Over the next three years we will see a tremendous exploration boom that will result in numerous discoveries, some of which will become development candidates for 2025-2030. The car makers need to see the future supply in place, or their EV plans become pipe dreams. This needs to happen even if we get stuck in a recession next year that tanks real estate and puts further pressure on equity markets in general. The Great Pegmatite Hunt has the potential to become an exploration boom island that attracts speculators. The recent LIFE exemption which allows non-millionaires to participate in private placements has the potential to draw the younger Gen Z and Millennial generations into the resource junior exploration game because the S-curve dynamic of a new discovery means lots of money can be made and the collective outcome benefits them much more than the Boomer generation which has been the primary audience for resource junior exploration.

During 2023 we will probably also see Rio Tinto make a major acquisition in the pegmatite sector. Their Jadar project in Serbia, which is a different type of mineral than the spodumene that typifies pegmatite deposits, is stalled because of politics. They have already moved into the Lithium Triangle with an $800 million acquisition. In September Rio Tinto announced that it was having success at its Sorel-Tracy facility with a pilot plant study aimed at creating a spodumene concentrate with a higher Li2O grade than the 5%-6% range for chemical and technical grade generated by current flow-sheets. If Rio Tinto is successful it could acquire remote projects and develop mines which produce a higher grade concentrate that lowers shipping cost to the hydroxide refineries, which in turn will have lower costs per lithium output unit. By 2035 annual lithium supply would be a $100-$200 billion market, putting it in the same league as copper. And that assumes lithium carbonate prices drop into the $10-$15/lb range.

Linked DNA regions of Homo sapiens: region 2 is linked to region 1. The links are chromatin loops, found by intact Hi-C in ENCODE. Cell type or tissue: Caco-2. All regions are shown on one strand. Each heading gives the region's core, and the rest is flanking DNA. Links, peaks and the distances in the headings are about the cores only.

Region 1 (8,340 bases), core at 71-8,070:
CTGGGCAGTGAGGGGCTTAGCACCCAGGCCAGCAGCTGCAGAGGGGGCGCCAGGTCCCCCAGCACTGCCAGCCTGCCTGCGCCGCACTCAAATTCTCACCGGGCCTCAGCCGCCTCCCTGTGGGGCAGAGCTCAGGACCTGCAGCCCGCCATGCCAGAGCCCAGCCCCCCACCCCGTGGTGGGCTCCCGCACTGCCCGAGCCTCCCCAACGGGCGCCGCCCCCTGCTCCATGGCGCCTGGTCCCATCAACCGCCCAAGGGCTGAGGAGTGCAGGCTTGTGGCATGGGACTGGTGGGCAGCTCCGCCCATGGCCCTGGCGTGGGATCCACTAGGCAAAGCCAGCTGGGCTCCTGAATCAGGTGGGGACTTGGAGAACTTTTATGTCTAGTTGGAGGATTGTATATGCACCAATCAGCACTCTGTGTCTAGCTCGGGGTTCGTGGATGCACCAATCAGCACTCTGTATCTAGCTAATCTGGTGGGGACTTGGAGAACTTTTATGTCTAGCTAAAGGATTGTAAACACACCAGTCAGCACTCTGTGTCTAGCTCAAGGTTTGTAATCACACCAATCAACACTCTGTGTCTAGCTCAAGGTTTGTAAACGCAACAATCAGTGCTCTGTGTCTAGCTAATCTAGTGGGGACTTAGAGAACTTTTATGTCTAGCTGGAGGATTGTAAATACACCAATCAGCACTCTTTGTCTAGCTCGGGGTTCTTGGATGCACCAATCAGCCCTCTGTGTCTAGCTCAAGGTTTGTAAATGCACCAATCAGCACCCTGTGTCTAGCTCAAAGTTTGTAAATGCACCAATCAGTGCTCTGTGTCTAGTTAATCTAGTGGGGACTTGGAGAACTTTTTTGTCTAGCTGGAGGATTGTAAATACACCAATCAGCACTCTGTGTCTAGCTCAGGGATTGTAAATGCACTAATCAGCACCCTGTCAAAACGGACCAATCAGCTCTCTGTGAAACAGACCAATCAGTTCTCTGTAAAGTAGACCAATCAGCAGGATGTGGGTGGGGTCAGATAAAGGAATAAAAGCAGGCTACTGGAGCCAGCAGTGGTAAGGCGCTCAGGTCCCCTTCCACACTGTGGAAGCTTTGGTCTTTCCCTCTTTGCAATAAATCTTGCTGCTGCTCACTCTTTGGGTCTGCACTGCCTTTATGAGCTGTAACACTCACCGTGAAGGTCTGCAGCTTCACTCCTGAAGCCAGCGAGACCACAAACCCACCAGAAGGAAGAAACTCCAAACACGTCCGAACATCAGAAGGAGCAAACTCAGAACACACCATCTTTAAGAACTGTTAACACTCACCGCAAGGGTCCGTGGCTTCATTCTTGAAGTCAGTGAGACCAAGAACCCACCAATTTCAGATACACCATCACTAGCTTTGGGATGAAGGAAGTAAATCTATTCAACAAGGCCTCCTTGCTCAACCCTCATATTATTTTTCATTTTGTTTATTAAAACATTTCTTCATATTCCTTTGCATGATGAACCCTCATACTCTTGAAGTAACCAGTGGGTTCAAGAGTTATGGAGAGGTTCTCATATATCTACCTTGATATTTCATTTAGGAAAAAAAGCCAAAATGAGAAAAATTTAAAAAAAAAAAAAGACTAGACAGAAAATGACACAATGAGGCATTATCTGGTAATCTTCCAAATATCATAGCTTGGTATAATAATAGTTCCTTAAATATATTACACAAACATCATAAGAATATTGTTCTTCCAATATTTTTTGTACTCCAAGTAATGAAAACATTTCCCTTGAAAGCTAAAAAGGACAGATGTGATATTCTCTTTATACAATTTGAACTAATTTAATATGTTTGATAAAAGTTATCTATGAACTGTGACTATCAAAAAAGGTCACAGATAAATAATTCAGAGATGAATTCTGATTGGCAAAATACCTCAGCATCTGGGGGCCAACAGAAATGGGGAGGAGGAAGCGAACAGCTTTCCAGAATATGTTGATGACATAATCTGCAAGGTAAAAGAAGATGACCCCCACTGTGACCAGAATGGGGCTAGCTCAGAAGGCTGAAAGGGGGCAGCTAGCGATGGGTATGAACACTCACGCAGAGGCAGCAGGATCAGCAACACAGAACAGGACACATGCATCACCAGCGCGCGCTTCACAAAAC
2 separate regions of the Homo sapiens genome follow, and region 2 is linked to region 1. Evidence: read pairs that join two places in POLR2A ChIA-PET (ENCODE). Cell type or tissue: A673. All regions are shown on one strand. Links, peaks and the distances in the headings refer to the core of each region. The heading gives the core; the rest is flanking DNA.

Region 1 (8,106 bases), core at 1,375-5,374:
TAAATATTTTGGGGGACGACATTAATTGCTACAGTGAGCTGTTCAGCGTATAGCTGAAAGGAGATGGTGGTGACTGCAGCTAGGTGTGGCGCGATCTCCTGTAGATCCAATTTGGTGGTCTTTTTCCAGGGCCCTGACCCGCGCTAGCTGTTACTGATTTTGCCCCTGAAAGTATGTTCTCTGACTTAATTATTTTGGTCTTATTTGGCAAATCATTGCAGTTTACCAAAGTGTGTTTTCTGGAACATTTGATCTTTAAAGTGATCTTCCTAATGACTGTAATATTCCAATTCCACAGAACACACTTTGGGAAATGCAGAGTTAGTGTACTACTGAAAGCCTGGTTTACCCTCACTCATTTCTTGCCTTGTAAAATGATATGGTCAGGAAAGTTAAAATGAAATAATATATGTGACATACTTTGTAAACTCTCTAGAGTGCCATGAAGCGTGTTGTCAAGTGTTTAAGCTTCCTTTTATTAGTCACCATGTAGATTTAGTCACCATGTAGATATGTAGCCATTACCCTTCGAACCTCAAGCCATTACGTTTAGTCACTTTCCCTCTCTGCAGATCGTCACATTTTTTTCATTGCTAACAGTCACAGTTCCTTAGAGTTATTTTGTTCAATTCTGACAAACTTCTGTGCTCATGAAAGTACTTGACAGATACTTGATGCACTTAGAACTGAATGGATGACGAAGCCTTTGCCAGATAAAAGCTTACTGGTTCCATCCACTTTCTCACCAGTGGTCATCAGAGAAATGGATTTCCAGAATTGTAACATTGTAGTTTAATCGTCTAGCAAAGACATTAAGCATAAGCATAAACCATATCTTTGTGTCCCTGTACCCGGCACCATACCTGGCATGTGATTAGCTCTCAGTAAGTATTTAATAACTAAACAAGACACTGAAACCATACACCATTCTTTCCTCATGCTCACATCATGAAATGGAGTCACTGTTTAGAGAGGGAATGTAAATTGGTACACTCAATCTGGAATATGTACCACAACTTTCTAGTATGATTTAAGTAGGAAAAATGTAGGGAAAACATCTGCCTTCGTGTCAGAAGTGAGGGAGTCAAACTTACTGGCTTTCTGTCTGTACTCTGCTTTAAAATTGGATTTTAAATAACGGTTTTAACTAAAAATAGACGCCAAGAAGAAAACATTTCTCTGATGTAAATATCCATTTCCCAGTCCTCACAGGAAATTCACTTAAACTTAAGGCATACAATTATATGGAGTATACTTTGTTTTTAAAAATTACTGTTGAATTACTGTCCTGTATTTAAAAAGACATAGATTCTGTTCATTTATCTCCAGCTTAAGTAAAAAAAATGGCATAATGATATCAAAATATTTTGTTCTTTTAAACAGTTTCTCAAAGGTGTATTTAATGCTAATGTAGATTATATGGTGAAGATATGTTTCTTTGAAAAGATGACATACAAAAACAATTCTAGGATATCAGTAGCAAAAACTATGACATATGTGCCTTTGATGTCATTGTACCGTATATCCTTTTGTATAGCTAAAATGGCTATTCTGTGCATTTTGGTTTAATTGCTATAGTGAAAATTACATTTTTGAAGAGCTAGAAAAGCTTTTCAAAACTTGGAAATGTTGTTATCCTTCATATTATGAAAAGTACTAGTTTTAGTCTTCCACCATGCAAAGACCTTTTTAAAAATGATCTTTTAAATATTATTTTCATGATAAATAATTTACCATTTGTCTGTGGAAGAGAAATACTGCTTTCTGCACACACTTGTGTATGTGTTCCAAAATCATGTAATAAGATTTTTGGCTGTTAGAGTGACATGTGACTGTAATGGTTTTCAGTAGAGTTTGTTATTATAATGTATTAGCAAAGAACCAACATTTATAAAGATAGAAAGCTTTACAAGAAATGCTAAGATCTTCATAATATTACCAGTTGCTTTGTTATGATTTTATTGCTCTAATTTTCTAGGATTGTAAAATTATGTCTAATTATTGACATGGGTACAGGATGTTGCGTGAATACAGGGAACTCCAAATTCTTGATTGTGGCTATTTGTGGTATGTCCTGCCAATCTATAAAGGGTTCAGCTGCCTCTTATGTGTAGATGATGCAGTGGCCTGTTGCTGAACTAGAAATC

Jim (0:14:31): Prospect generator farmout juniors have been a staple recommendation for decades by people like Rick Rule. What is the outlook for prospect generators in 2023 and will you include any in your 2023 Favorites?

I have two tentative picks for the 2023 Favorites. One is a traditional follower of the model which religiously farms out the prospects it generates. It is a fairly new junior that is not cheap, is focused on Canada, and has strong financial backing. The other has been around for decades and has delivered several spinout wins for its shareholders but none of them of a spectacular nature. Periodically, however, it bucks the farmout rule and drills a project with its own nickel. This is what made Andre Gaumond famous in 2004 when he annoyed Paul Van Eeden by making Virginia Gold drill Eleonore on a 100% basis. This led to a $750 million buyout at $14 by Goldcorp within a couple years even before publishing a maiden resource estimate. Eleonore, which is located in Quebec's James Bay region, never really lived up to its promise, but Virginia Gold shareholders had quite a payday. In contrast, consider Mirasol Resources which specialized in South American exploration. Over two decades it spent over $80 million generating prospects and farming them out, and yet has nothing to show for it today. I had it as a bottom-fish pick several times and it did flutter into the $2-$3 range during resource sector bull cycles, but nothing ever emerged that qualified as a major discovery. The company was quite successful farming out projects to majors, but even success by one of them would have limited the upside of the stock price and dragged out a liquidity event because the partner is the only buyer of the minority stake.